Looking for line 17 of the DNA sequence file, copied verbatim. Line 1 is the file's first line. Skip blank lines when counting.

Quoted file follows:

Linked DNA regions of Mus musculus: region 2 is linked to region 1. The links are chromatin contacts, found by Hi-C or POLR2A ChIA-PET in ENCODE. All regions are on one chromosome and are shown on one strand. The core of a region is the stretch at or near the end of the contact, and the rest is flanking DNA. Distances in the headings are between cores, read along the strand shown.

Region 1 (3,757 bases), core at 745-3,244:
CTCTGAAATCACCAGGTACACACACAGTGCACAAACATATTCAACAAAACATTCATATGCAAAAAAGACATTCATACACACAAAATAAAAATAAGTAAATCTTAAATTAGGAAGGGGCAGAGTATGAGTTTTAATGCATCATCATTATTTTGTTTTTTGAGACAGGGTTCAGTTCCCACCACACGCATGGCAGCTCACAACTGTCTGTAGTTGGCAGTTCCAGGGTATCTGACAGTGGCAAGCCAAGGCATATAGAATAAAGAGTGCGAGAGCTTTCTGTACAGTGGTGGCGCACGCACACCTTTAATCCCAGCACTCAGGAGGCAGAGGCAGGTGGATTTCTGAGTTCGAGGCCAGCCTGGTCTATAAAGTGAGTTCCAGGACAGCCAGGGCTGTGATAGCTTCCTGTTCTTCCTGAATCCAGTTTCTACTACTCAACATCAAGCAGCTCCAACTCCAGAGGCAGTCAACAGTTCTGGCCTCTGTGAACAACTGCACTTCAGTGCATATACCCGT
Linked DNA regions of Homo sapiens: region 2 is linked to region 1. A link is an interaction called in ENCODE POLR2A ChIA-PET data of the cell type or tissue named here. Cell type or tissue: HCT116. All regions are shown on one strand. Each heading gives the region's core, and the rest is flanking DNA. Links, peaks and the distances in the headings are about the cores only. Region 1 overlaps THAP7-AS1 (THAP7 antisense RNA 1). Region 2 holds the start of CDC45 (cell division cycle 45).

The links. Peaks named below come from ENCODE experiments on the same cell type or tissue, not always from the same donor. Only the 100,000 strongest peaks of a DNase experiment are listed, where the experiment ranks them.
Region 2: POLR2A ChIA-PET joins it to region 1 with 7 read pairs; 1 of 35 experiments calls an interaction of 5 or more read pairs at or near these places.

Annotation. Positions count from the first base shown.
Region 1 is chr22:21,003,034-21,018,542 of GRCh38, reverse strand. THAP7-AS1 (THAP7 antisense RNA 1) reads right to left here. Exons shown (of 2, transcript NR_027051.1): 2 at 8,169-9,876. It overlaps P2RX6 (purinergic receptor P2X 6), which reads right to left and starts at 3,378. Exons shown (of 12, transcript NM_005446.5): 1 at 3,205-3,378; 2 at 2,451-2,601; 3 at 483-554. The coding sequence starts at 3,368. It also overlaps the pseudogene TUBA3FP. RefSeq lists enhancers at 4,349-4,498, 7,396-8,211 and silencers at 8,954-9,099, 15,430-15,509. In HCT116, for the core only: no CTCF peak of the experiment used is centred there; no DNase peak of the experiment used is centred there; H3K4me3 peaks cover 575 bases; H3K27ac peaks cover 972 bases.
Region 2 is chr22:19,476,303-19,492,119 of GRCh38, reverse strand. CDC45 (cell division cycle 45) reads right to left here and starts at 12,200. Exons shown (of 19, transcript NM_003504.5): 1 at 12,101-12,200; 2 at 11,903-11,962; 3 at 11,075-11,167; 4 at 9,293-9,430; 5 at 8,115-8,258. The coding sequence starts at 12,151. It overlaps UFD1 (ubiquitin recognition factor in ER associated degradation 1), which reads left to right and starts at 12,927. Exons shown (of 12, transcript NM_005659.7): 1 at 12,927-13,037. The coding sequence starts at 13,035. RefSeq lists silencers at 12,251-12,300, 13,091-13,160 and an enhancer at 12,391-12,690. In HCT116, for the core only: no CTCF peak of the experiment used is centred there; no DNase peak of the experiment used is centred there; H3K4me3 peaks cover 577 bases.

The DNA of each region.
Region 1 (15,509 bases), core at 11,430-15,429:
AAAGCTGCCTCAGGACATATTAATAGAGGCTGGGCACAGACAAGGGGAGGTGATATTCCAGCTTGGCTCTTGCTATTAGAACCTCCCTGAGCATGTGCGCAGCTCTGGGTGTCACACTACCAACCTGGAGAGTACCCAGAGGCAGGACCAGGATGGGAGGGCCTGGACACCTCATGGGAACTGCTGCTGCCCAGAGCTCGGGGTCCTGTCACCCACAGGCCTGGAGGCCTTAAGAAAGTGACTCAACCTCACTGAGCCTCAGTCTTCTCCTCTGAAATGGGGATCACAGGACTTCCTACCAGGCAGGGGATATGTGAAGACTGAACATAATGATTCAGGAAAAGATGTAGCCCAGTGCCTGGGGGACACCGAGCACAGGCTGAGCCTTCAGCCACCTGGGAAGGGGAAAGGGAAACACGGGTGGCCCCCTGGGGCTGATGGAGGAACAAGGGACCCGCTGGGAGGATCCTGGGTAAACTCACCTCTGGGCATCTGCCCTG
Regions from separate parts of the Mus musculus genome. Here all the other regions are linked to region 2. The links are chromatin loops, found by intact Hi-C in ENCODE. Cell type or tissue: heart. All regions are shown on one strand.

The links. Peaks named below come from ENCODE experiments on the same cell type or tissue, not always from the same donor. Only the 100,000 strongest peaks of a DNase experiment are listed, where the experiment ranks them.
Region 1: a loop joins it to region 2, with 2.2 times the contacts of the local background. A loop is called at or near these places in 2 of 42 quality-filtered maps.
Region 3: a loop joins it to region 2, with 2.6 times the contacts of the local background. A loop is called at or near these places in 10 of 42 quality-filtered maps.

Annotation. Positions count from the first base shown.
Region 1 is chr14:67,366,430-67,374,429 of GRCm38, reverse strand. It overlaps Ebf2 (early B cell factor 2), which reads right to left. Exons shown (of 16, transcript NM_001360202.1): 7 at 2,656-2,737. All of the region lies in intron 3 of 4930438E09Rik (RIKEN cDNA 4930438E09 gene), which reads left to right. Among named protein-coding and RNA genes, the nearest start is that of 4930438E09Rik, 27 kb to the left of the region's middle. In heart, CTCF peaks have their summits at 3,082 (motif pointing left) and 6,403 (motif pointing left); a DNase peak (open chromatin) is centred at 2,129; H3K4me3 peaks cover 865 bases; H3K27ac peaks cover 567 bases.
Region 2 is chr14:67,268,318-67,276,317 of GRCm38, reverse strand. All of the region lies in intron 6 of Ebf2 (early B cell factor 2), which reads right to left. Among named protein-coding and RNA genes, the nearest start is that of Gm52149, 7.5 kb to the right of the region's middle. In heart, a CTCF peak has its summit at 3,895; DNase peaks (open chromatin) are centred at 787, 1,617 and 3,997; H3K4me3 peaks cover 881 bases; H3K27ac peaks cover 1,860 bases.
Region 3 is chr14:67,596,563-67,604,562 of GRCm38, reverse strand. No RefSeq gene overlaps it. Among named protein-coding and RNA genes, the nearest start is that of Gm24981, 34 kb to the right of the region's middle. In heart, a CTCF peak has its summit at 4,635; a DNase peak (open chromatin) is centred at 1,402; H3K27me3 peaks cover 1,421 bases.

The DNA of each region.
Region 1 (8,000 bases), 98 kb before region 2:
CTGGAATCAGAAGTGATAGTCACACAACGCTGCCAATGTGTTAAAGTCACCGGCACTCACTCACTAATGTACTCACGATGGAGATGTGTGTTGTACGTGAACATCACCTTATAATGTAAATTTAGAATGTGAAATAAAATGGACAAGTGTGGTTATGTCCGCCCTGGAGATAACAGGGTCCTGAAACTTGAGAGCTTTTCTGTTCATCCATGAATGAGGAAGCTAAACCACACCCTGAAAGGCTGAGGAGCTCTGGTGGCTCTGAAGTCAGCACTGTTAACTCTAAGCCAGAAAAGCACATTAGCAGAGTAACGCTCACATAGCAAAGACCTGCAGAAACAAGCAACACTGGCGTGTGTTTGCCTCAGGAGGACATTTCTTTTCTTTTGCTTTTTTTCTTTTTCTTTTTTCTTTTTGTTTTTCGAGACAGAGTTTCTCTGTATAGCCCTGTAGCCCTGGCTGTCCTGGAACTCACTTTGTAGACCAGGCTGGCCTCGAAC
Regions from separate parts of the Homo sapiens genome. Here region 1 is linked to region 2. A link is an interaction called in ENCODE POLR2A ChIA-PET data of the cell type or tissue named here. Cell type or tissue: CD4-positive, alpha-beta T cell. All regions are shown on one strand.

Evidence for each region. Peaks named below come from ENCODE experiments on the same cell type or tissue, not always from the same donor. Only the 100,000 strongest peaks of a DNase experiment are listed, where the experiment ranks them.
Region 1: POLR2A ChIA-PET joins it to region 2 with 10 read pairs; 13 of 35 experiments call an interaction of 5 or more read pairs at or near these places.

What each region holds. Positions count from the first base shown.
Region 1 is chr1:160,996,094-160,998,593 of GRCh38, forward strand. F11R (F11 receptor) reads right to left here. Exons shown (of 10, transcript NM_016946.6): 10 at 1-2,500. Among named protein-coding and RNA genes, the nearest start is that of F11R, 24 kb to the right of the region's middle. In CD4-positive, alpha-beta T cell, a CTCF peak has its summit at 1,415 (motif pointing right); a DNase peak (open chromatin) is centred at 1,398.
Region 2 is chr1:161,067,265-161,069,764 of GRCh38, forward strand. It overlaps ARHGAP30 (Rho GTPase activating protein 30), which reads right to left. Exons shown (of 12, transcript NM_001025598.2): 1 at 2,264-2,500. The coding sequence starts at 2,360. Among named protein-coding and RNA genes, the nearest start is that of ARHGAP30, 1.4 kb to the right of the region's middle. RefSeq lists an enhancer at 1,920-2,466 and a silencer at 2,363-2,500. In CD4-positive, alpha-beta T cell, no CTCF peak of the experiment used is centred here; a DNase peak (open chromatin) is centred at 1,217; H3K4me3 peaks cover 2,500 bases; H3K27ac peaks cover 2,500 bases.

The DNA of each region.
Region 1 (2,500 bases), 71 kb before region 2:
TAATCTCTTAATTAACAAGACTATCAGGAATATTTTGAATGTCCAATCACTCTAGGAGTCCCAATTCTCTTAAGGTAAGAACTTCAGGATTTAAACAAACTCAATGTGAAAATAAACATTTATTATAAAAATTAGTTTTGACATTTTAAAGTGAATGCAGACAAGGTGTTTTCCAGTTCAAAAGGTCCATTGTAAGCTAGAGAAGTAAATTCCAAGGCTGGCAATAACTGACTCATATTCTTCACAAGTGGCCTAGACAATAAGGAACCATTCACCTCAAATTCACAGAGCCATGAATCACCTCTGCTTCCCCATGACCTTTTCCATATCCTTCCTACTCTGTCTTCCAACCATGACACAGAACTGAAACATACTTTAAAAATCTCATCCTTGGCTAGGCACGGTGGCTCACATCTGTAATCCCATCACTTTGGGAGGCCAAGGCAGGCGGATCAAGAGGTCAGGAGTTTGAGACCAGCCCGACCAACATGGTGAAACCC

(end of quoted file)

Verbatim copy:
Annotation. Positions count from the first base shown.